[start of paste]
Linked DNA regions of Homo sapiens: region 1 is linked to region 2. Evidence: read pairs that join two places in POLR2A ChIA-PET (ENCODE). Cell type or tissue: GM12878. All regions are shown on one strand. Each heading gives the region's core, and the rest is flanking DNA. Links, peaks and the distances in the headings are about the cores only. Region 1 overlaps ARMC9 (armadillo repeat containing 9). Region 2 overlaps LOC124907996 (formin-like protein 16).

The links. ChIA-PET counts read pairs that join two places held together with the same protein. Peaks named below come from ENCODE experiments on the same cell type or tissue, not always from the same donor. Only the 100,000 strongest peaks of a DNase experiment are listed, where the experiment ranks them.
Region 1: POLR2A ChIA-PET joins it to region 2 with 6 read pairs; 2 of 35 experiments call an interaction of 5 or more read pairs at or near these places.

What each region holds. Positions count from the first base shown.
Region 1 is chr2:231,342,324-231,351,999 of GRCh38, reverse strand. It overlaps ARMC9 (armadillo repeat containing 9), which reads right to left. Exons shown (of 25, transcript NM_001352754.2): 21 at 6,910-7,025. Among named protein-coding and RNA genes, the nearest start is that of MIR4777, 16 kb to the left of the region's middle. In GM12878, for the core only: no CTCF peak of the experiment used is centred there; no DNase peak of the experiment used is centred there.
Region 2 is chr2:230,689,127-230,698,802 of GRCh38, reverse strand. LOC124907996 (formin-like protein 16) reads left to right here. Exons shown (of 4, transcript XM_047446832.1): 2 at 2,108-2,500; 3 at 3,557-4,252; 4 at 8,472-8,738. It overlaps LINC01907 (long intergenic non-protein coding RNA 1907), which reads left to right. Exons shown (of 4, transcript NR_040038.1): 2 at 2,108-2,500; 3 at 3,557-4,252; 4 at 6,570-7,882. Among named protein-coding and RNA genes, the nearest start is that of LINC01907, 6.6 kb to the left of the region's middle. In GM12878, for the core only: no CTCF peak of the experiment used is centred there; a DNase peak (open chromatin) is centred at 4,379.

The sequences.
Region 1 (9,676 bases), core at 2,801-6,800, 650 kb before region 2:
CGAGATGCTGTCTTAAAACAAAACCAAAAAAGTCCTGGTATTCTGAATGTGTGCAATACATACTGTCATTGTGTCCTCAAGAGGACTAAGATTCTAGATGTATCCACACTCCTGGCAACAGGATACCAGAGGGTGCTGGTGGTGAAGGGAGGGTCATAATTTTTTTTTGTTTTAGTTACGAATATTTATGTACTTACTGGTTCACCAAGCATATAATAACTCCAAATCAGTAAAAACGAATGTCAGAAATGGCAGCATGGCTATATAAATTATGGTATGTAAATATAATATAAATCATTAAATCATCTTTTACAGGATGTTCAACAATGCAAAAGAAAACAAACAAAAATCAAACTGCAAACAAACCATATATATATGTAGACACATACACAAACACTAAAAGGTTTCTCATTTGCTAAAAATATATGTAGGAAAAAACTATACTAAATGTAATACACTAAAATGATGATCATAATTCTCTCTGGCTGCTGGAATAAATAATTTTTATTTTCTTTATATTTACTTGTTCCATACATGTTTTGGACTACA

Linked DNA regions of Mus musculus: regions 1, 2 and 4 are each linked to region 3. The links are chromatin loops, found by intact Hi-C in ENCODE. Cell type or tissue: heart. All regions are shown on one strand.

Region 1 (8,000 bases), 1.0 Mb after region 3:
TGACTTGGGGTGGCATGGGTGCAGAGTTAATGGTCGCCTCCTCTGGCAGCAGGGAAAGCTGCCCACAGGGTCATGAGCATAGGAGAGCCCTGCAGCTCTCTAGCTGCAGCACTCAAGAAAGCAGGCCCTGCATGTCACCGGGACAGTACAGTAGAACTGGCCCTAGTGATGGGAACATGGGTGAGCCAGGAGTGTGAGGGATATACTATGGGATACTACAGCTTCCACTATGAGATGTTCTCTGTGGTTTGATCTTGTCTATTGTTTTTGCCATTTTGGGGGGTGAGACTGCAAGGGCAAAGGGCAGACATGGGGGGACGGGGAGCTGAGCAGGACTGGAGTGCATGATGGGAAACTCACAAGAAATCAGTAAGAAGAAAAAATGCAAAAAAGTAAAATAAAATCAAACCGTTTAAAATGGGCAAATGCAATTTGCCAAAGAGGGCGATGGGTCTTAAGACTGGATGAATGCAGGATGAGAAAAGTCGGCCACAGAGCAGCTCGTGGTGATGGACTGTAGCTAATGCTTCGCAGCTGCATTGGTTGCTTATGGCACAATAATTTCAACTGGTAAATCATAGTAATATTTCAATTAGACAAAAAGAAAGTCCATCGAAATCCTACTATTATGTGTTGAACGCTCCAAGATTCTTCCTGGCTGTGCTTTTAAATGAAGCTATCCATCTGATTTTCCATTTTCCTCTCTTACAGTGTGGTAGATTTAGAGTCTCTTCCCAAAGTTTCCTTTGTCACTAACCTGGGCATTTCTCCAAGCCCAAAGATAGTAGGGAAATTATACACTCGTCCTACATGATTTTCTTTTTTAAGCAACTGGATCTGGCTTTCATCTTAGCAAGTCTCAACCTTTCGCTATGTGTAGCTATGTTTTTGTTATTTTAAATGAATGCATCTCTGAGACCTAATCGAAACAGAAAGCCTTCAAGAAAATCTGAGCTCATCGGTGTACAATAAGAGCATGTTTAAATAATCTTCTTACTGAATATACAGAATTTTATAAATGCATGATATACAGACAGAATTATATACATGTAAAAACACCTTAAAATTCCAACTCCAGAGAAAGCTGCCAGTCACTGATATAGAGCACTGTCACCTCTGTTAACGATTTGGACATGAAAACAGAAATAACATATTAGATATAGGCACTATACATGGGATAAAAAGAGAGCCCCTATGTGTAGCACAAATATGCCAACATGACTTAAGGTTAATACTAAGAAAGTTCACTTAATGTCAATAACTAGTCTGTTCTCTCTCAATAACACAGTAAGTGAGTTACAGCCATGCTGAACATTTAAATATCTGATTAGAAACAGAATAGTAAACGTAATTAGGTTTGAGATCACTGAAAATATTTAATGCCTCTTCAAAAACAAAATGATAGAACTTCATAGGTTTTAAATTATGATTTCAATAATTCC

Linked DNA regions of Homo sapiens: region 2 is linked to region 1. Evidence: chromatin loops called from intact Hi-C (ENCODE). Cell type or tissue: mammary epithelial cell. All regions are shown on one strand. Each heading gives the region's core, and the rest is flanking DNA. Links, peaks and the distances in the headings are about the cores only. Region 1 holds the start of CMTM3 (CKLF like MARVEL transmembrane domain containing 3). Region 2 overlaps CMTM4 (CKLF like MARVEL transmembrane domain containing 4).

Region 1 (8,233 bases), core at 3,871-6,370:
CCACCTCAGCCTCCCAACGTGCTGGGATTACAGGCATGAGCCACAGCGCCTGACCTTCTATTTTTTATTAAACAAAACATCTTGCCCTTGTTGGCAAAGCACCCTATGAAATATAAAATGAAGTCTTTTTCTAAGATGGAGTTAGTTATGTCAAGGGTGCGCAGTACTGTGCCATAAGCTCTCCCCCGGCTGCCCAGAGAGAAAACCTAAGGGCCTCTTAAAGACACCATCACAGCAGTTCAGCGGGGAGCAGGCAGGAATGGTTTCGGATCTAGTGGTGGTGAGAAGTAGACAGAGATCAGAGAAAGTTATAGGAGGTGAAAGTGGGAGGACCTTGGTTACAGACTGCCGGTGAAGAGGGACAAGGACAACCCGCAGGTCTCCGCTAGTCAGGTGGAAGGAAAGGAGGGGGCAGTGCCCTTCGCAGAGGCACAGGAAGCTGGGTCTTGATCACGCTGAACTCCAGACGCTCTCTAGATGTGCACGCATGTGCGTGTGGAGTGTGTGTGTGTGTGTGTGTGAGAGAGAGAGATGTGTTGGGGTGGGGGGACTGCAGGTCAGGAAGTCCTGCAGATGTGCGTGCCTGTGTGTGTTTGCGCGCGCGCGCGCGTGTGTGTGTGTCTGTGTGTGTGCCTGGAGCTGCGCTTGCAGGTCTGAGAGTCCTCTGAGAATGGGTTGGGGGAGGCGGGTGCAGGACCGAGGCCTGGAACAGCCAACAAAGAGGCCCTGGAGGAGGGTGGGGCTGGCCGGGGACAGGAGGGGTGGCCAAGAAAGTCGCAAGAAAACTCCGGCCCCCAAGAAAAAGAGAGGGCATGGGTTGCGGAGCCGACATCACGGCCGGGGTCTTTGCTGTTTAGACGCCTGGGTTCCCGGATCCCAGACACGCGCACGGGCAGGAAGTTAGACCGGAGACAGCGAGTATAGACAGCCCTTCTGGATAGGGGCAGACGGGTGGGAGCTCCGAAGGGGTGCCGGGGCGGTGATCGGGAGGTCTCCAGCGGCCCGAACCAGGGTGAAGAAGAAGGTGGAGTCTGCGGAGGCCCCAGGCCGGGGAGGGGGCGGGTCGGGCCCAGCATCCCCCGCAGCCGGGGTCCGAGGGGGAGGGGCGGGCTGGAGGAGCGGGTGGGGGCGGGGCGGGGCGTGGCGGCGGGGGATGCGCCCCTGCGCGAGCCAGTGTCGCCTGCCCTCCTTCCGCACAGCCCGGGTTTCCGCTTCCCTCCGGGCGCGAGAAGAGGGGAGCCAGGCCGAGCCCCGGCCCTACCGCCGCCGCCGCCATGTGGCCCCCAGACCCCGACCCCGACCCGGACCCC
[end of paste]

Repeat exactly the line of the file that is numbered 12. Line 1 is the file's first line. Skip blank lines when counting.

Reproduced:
TGACTTGGGGTGGCATGGGTGCAGAGTTAATGGTCGCCTCCTCTGGCAGCAGGGAAAGCTGCCCACAGGGTCATGAGCATAGGAGAGCCCTGCAGCTCTCTAGCTGCAGCACTCAAGAAAGCAGGCCCTGCATGTCACCGGGACAGTACAGTAGAACTGGCCCTAGTGATGGGAACATGGGTGAGCCAGGAGTGTGAGGGATATACTATGGGATACTACAGCTTCCACTATGAGATGTTCTCTGTGGTTTGATCTTGTCTATTGTTTTTGCCATTTTGGGGGGTGAGACTGCAAGGGCAAAGGGCAGACATGGGGGGACGGGGAGCTGAGCAGGACTGGAGTGCATGATGGGAAACTCACAAGAAATCAGTAAGAAGAAAAAATGCAAAAAAGTAAAATAAAATCAAACCGTTTAAAATGGGCAAATGCAATTTGCCAAAGAGGGCGATGGGTCTTAAGACTGGATGAATGCAGGATGAGAAAAGTCGGCCACAGAGCAGCTCGTGGTGATGGACTGTAGCTAATGCTTCGCAGCTGCATTGGTTGCTTATGGCACAATAATTTCAACTGGTAAATCATAGTAATATTTCAATTAGACAAAAAGAAAGTCCATCGAAATCCTACTATTATGTGTTGAACGCTCCAAGATTCTTCCTGGCTGTGCTTTTAAATGAAGCTATCCATCTGATTTTCCATTTTCCTCTCTTACAGTGTGGTAGATTTAGAGTCTCTTCCCAAAGTTTCCTTTGTCACTAACCTGGGCATTTCTCCAAGCCCAAAGATAGTAGGGAAATTATACACTCGTCCTACATGATTTTCTTTTTTAAGCAACTGGATCTGGCTTTCATCTTAGCAAGTCTCAACCTTTCGCTATGTGTAGCTATGTTTTTGTTATTTTAAATGAATGCATCTCTGAGACCTAATCGAAACAGAAAGCCTTCAAGAAAATCTGAGCTCATCGGTGTACAATAAGAGCATGTTTAAATAATCTTCTTACTGAATATACAGAATTTTATAAATGCATGATATACAGACAGAATTATATACATGTAAAAACACCTTAAAATTCCAACTCCAGAGAAAGCTGCCAGTCACTGATATAGAGCACTGTCACCTCTGTTAACGATTTGGACATGAAAACAGAAATAACATATTAGATATAGGCACTATACATGGGATAAAAAGAGAGCCCCTATGTGTAGCACAAATATGCCAACATGACTTAAGGTTAATACTAAGAAAGTTCACTTAATGTCAATAACTAGTCTGTTCTCTCTCAATAACACAGTAAGTGAGTTACAGCCATGCTGAACATTTAAATATCTGATTAGAAACAGAATAGTAAACGTAATTAGGTTTGAGATCACTGAAAATATTTAATGCCTCTTCAAAAACAAAATGATAGAACTTCATAGGTTTTAAATTATGATTTCAATAATTCC